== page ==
Deakin University

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conference contribution
posted on 2016-10-14, 00:00 authored by Bernice Redley
Objectives: Describe the use of standard risk screening and assessment tools used to prevent harm to older people in
hospitals and identify good practice examples to guide ongoing quality improvement.
Methods: A descriptive cross-sectional audit of 11 health services guided by six draft standards for good practice. Data
collection included the standard risk screening and assessment tools used to assess older people in hospital and focus
group discussions with key stakeholders.
Results: 152 standard assessment tools from 11 health services were examined; 69 staff from 9 hospitals participated in
focus groups. The 152 forms had over 3,700 items; 2,428 were on standard forms used universally,for every patient;
1,283 were on forms used selectively.
Hospitals use multiple standard assessment forms (median 11, range 8-27) that collect up to 586 individual data items
(median 345, range 150-586) from each patient. Approximately 17% of data are duplicated across multiple forms.
Assessments of skin integrity, mobility (incl. falls) and medical risks (e.g. vital signs, concurrent high risk medical
conditions) were consistently included in forms used universally at all health services. Variability across health services
related to assessment of nutrition, cognition (including delirium), pain, medication and discharge. Assessment of
continence and medical risks such venous thromboembolism (VTE) and hospital acquired infection (HAI) (e.g. related to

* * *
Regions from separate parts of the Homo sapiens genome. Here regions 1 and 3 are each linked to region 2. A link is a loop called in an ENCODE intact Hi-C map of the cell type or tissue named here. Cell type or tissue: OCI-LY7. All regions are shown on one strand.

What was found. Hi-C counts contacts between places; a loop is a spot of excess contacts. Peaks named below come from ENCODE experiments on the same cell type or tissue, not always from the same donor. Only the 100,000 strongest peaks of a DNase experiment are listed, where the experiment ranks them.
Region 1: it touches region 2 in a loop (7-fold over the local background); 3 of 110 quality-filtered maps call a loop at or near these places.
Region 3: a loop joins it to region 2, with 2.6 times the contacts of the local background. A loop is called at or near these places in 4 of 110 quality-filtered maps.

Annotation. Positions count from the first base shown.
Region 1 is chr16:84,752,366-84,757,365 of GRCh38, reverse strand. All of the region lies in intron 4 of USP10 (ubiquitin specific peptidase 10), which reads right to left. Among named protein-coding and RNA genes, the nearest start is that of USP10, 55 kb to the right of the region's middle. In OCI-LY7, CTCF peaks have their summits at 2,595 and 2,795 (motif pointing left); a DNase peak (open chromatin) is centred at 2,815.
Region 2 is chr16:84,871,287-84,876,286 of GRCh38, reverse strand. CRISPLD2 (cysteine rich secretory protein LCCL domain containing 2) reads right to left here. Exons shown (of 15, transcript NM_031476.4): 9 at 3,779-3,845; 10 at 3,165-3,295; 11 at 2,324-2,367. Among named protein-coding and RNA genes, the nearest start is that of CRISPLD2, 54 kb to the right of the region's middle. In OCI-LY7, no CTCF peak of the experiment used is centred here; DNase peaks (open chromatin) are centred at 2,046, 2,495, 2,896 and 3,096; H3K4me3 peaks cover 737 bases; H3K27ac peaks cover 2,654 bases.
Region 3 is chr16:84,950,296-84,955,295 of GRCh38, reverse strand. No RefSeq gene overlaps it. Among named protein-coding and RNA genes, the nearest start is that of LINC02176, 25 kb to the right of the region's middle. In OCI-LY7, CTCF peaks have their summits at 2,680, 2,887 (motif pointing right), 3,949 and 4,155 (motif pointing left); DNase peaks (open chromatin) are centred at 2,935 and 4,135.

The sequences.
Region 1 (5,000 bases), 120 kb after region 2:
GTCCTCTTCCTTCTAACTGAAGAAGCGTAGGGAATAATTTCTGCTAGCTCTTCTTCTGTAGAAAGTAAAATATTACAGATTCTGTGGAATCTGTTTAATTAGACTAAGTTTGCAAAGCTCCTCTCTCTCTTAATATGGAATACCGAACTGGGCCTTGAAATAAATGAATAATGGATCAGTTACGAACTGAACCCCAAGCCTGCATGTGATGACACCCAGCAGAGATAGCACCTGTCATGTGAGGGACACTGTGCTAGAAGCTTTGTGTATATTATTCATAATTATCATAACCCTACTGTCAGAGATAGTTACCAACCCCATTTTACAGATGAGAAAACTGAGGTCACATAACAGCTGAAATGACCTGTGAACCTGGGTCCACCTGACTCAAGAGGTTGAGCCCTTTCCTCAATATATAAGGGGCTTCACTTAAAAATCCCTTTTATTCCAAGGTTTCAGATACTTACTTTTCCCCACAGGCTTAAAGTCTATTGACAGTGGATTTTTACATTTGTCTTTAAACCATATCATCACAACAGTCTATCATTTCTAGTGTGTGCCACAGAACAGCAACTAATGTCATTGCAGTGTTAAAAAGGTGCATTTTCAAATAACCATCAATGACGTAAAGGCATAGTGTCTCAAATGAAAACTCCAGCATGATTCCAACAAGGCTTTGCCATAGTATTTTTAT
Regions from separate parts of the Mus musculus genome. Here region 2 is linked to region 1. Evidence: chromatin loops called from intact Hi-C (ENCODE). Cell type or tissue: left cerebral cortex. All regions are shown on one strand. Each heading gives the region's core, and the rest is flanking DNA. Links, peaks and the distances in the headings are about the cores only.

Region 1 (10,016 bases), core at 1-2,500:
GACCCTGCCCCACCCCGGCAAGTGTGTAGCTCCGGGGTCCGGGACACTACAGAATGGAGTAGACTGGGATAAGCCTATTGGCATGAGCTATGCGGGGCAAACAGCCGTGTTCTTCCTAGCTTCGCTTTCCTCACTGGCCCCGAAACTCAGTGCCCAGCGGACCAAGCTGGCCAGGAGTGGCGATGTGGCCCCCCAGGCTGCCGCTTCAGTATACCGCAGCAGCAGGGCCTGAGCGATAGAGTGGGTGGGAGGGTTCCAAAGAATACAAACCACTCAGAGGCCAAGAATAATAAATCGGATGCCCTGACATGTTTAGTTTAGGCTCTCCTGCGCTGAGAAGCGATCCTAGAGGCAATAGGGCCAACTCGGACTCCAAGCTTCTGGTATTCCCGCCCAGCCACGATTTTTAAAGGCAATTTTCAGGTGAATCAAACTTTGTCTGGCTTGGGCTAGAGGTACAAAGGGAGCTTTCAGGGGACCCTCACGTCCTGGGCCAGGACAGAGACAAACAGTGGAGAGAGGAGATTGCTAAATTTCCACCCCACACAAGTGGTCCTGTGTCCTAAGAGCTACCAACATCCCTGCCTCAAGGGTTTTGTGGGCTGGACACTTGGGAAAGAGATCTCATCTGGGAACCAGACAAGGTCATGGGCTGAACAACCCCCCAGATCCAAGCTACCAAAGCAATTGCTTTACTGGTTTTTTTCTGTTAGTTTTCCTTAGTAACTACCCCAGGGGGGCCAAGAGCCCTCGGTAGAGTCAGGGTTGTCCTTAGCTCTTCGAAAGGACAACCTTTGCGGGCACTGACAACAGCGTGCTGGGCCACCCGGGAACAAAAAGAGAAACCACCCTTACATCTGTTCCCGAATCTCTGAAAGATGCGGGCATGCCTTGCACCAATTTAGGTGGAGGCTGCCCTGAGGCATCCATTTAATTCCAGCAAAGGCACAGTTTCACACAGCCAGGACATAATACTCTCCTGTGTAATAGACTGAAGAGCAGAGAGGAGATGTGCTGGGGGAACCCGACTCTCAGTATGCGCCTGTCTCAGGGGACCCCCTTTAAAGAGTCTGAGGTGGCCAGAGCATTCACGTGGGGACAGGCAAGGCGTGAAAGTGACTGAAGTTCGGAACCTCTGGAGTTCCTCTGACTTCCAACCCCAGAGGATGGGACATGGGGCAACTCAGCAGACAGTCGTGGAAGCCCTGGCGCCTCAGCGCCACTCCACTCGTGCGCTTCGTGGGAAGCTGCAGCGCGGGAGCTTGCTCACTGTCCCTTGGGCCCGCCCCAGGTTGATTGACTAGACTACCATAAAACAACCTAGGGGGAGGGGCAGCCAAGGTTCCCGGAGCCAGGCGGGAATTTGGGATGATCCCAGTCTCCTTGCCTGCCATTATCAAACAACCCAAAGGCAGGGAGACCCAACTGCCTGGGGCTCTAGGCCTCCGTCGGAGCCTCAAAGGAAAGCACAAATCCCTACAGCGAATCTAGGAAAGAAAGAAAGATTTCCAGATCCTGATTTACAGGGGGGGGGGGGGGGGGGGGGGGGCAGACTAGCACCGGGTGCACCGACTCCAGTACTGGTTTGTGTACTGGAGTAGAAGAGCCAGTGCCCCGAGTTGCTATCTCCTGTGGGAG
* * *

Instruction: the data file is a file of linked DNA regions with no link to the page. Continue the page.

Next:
invasive devices) and high risk patient characteristics (e.g. pre-existing cognitive impairment, self-care ability or
substance abuse) were infrequent.
Thematic analyses of focus groups discussions revealed two major themes and a number of sub-themes describing the
use of standard risk screening and assessment tools in hospitals. Most prominent was the “burden on staff and the older
person”; subthemes related to “workload burden” and “cognitive burden” due to the high number of standard forms, time
taken to complete the forms and the high volume of information collected. Three sub-themes related to the theme "using
standard forms to prevent harm during hospitalisation" these were; “interprofessional collaboration” that recognised
disciplines need to share and work collaboratively but tend to work in silos; “flexibility to individualise care”, highlights the
challenges involved with ensuring the best mix of interventions are also aligned individual preferences, particularly for
those with complex risk profiles; and “information management” revealed the challenges of maintaining accessible,
accurate, reliable and contemporaneous information to monitor progress, detect change early and inform clinical decision
Conclusion: The multiple standard risk and assessment forms used in hospitals inconsistently capture some common
preventable harms of hospitalisation and are burdensome for staff and patients. Recommendations include:
1. Explore use of ‘global triggers’ to reduce delays to interventions;
2. Reduce burdens on patient and staff;
3. Build resilience in frontline clinical governance to prevent harm.



International Society for Quality in Healthcare. Conference (33rd : 2016 : Tokyo, Japan)


Oxford University Press


Tokyo, Japan

Place of publication

Oxford, Eng.

Start date


End date


Publication classification

E3.1 Extract of paper


Int J Qual Health Care

Title of proceedings

ISQua 2016 : Change and sustainability in Healthcare quality: the future challenges : Proceedings of ISQua's 33rd International Conference 2016